DISTRICT HEATINGAND COOLING IS ANATURAL PART OF THE URBAN INFRASTRUCTURE INMODERN CITIES. But who should start and how? Policymaker or end-user?
City councils Our recommendations to city councils are to integrate district heating and cooling infrastructure in the urban planning as this network infrastructure is a strong natural monopoly, which should be owned and planned in a way that is to the benefit of all building owners in the city: Let the city council form an overall energy policy, e.g., with the objective to ensure cost-effective, secure, low carbon, and environmentally friendly thermal services to all citi- zens that are in accordance with the national energy pol- icy. Let the standing committee for energy and environment be responsible to the council for implementing this policy and ensure commitment from all other sectors in the city, e.g., transport infrastructure and spatial planning. Let the public utility, managed by this committee, establish a branch for heating and cooling infrastructure in the city, parallel to similar services for water and wastewater, roads and traffic, etc., in order to develop this service to the ben- efit of the energy consumers and with the aim to minimize costs of these services for all consumers.
Ensure that all public buildings and social housing build- ings which are publicly funded are connected to the district heating and cooling grids. Campus owners Our recommendations to public and private industrial campus owners are:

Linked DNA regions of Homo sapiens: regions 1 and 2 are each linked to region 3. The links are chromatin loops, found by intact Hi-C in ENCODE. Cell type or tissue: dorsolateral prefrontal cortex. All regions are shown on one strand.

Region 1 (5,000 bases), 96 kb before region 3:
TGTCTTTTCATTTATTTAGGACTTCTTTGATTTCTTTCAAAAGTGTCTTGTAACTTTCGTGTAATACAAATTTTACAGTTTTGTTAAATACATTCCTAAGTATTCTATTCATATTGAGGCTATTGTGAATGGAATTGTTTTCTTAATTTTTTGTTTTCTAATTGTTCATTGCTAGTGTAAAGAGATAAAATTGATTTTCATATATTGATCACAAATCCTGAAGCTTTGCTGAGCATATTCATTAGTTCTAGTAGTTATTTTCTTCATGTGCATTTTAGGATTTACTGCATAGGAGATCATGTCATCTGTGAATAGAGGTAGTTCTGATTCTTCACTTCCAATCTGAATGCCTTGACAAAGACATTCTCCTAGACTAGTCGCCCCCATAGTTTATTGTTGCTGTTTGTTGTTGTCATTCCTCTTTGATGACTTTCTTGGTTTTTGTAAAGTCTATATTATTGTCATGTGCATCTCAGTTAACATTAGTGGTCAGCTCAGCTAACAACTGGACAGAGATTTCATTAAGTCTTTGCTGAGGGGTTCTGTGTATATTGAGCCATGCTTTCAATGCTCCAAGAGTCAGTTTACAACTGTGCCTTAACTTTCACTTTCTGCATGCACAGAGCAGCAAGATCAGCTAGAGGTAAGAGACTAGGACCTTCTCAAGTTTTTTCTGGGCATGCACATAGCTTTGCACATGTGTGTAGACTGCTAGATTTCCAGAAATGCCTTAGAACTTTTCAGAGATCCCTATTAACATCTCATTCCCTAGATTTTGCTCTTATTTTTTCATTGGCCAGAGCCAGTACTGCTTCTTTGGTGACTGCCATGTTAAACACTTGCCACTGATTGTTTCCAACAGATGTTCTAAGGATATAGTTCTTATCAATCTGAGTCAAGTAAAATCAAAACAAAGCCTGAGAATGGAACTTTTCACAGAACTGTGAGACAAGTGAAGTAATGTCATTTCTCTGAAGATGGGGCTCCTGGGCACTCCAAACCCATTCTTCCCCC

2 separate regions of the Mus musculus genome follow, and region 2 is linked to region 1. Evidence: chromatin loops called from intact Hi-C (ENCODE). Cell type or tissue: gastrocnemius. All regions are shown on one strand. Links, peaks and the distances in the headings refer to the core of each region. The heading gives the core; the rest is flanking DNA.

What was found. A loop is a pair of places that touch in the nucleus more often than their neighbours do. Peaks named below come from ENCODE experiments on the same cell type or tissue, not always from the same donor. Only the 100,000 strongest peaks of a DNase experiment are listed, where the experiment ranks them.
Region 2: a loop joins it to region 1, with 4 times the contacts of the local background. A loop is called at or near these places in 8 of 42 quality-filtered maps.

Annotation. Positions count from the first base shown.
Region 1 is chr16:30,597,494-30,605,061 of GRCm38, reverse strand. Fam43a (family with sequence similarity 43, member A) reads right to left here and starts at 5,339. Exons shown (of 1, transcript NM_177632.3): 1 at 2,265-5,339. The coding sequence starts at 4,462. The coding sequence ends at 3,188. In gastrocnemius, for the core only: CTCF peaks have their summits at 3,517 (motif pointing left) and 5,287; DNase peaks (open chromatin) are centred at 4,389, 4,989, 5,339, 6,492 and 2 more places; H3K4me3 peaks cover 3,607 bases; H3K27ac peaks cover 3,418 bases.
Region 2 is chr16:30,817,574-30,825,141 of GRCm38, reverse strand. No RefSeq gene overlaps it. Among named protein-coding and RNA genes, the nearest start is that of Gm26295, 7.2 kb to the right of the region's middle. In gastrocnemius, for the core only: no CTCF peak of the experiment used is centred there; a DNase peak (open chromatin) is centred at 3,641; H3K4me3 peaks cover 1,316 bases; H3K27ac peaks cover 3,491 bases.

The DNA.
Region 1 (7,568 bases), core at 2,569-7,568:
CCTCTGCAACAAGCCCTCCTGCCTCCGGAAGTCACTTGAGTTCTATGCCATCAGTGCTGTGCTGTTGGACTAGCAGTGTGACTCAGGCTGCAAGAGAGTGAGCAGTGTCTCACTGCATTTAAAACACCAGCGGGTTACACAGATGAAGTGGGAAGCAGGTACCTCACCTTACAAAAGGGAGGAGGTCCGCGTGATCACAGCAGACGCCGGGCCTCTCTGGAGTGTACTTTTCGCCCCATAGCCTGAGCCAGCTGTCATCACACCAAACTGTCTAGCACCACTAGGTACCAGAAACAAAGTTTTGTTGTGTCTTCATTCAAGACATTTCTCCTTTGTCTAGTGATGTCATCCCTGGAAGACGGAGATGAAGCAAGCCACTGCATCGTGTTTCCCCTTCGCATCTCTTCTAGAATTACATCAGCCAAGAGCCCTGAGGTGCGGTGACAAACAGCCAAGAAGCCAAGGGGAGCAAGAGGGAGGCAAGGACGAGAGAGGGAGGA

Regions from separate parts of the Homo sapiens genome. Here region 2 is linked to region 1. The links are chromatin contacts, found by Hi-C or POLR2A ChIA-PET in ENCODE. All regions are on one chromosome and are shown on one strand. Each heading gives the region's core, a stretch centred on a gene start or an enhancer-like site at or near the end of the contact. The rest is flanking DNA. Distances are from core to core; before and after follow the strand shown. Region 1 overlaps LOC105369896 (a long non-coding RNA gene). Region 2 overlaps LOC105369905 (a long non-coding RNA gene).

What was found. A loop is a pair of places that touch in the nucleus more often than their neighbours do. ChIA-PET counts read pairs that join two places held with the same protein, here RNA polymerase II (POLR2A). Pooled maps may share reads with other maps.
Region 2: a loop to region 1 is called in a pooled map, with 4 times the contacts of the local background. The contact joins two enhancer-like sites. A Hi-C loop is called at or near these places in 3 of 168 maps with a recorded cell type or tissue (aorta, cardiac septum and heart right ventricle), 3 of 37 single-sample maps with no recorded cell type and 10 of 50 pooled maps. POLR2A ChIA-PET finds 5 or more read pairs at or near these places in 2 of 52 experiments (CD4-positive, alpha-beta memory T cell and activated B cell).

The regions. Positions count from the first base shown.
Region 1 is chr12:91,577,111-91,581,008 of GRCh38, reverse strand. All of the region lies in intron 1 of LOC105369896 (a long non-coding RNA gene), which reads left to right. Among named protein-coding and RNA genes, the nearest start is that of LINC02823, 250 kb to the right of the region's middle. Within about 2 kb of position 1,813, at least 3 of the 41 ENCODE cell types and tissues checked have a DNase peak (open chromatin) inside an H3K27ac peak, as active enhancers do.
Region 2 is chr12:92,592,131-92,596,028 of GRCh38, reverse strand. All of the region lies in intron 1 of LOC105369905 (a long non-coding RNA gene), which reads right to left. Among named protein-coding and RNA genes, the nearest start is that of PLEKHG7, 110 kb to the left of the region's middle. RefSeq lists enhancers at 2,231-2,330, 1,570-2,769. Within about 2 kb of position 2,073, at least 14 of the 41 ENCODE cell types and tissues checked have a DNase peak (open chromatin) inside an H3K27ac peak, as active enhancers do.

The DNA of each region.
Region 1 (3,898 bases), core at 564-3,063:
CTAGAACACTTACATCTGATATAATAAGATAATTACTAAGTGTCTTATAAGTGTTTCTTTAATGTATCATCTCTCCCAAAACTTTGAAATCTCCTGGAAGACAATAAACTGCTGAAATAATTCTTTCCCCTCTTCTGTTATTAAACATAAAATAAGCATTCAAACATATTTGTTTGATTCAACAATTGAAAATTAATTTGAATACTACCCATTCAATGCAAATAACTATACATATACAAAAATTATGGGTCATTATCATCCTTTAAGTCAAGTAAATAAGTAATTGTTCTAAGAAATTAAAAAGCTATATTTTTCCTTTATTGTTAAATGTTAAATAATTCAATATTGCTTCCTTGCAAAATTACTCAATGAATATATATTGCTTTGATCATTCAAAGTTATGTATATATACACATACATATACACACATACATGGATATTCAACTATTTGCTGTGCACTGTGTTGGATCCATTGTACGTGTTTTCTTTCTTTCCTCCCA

If there is not yet a heat infrastructure in the city, the new development could be an opportunity to develop it in the rest of the urban area as well. If there is no obligation for new buildings to connect, the developer has the opportunity to ensure that all build- ings will be connected and thereby create more value for money.
building level solutions, and, therefore, the most sustainable choice taking into account economic, environmental and social sustainability. If there is not yet a supplier of district heating and cooling, the consumer could engage with other consumers and cre- ate a local energy community in which consumers in the local community look for energy solutions of common in- terest. It could be organized in associations or co-operatives and maybe coordinated with or in cooperation with the city council.
Take an active part as a stakeholder in the city energy plan- ning process.
Building owner Our recommendations to building owners are:
Regularly update business plans for the campus energy system with the aim to provide sufficient resilient, environ- mentally friendly energy services like electricity, process en- ergy, and thermal comfort in the most cost-effective way, including the cost of building envelope, HVAC systems, net- works, and storage facilities, and production. Take into account and benefit from the interaction with the energy infrastructure in the city around the campus in the stakeholder analysis and for implementing projects of com- mon interest. Share experience and be a role model for individual build- ing owners in other city districts by demonstrating how to develop least-cost solutions for all buildings in a district.
Join the planned urban infrastructure for energy, which is the most cost-effective for all consumers compared to